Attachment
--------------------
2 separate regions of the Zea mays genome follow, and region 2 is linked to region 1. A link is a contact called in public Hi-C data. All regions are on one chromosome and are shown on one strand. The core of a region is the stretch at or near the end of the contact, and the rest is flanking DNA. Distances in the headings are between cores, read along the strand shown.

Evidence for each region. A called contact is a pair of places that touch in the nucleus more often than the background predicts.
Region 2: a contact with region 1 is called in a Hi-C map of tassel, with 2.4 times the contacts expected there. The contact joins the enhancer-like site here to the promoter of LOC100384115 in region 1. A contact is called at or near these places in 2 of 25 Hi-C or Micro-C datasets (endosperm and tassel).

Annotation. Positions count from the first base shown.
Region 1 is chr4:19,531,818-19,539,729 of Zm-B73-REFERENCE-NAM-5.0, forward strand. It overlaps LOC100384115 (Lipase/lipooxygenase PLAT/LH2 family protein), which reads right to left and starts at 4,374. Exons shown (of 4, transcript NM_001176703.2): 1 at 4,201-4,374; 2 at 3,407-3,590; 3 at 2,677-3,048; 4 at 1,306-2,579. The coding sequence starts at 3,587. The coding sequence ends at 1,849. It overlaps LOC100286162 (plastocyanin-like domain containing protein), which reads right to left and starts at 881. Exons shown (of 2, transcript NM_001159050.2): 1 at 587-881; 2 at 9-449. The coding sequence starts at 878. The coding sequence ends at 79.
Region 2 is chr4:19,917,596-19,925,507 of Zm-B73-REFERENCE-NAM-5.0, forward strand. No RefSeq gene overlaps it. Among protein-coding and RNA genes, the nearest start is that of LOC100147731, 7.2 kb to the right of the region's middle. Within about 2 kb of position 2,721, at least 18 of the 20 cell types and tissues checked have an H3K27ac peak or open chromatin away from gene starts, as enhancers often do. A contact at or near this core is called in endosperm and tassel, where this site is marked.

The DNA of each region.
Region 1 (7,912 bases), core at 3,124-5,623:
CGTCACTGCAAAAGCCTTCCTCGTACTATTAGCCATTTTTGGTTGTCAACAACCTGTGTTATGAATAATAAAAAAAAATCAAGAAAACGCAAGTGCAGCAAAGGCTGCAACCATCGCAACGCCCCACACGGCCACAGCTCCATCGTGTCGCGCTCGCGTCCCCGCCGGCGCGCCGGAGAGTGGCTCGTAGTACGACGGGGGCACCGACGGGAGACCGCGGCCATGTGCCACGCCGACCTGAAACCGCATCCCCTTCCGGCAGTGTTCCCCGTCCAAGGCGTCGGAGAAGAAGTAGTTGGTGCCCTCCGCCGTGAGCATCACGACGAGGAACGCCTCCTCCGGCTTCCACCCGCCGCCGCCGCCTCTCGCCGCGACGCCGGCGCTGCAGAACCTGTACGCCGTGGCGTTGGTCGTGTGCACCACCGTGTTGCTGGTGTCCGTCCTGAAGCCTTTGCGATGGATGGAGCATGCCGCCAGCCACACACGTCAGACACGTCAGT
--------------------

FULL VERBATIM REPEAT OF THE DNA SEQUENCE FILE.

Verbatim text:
2 separate regions of the Zea mays genome follow, and region 2 is linked to region 1. A link is a contact called in public Hi-C data. All regions are on one chromosome and are shown on one strand. The core of a region is the stretch at or near the end of the contact, and the rest is flanking DNA. Distances in the headings are between cores, read along the strand shown.

Evidence for each region. A called contact is a pair of places that touch in the nucleus more often than the background predicts.
Region 2: a contact with region 1 is called in a Hi-C map of tassel, with 2.4 times the contacts expected there. The contact joins the enhancer-like site here to the promoter of LOC100384115 in region 1. A contact is called at or near these places in 2 of 25 Hi-C or Micro-C datasets (endosperm and tassel).

Annotation. Positions count from the first base shown.
Region 1 is chr4:19,531,818-19,539,729 of Zm-B73-REFERENCE-NAM-5.0, forward strand. It overlaps LOC100384115 (Lipase/lipooxygenase PLAT/LH2 family protein), which reads right to left and starts at 4,374. Exons shown (of 4, transcript NM_001176703.2): 1 at 4,201-4,374; 2 at 3,407-3,590; 3 at 2,677-3,048; 4 at 1,306-2,579. The coding sequence starts at 3,587. The coding sequence ends at 1,849. It overlaps LOC100286162 (plastocyanin-like domain containing protein), which reads right to left and starts at 881. Exons shown (of 2, transcript NM_001159050.2): 1 at 587-881; 2 at 9-449. The coding sequence starts at 878. The coding sequence ends at 79.
Region 2 is chr4:19,917,596-19,925,507 of Zm-B73-REFERENCE-NAM-5.0, forward strand. No RefSeq gene overlaps it. Among protein-coding and RNA genes, the nearest start is that of LOC100147731, 7.2 kb to the right of the region's middle. Within about 2 kb of position 2,721, at least 18 of the 20 cell types and tissues checked have an H3K27ac peak or open chromatin away from gene starts, as enhancers often do. A contact at or near this core is called in endosperm and tassel, where this site is marked.

The DNA of each region.
Region 1 (7,912 bases), core at 3,124-5,623:
CGTCACTGCAAAAGCCTTCCTCGTACTATTAGCCATTTTTGGTTGTCAACAACCTGTGTTATGAATAATAAAAAAAAATCAAGAAAACGCAAGTGCAGCAAAGGCTGCAACCATCGCAACGCCCCACACGGCCACAGCTCCATCGTGTCGCGCTCGCGTCCCCGCCGGCGCGCCGGAGAGTGGCTCGTAGTACGACGGGGGCACCGACGGGAGACCGCGGCCATGTGCCACGCCGACCTGAAACCGCATCCCCTTCCGGCAGTGTTCCCCGTCCAAGGCGTCGGAGAAGAAGTAGTTGGTGCCCTCCGCCGTGAGCATCACGACGAGGAACGCCTCCTCCGGCTTCCACCCGCCGCCGCCGCCTCTCGCCGCGACGCCGGCGCTGCAGAACCTGTACGCCGTGGCGTTGGTCGTGTGCACCACCGTGTTGCTGGTGTCCGTCCTGAAGCCTTTGCGATGGATGGAGCATGCCGCCAGCCACACACGTCAGACACGTCAGT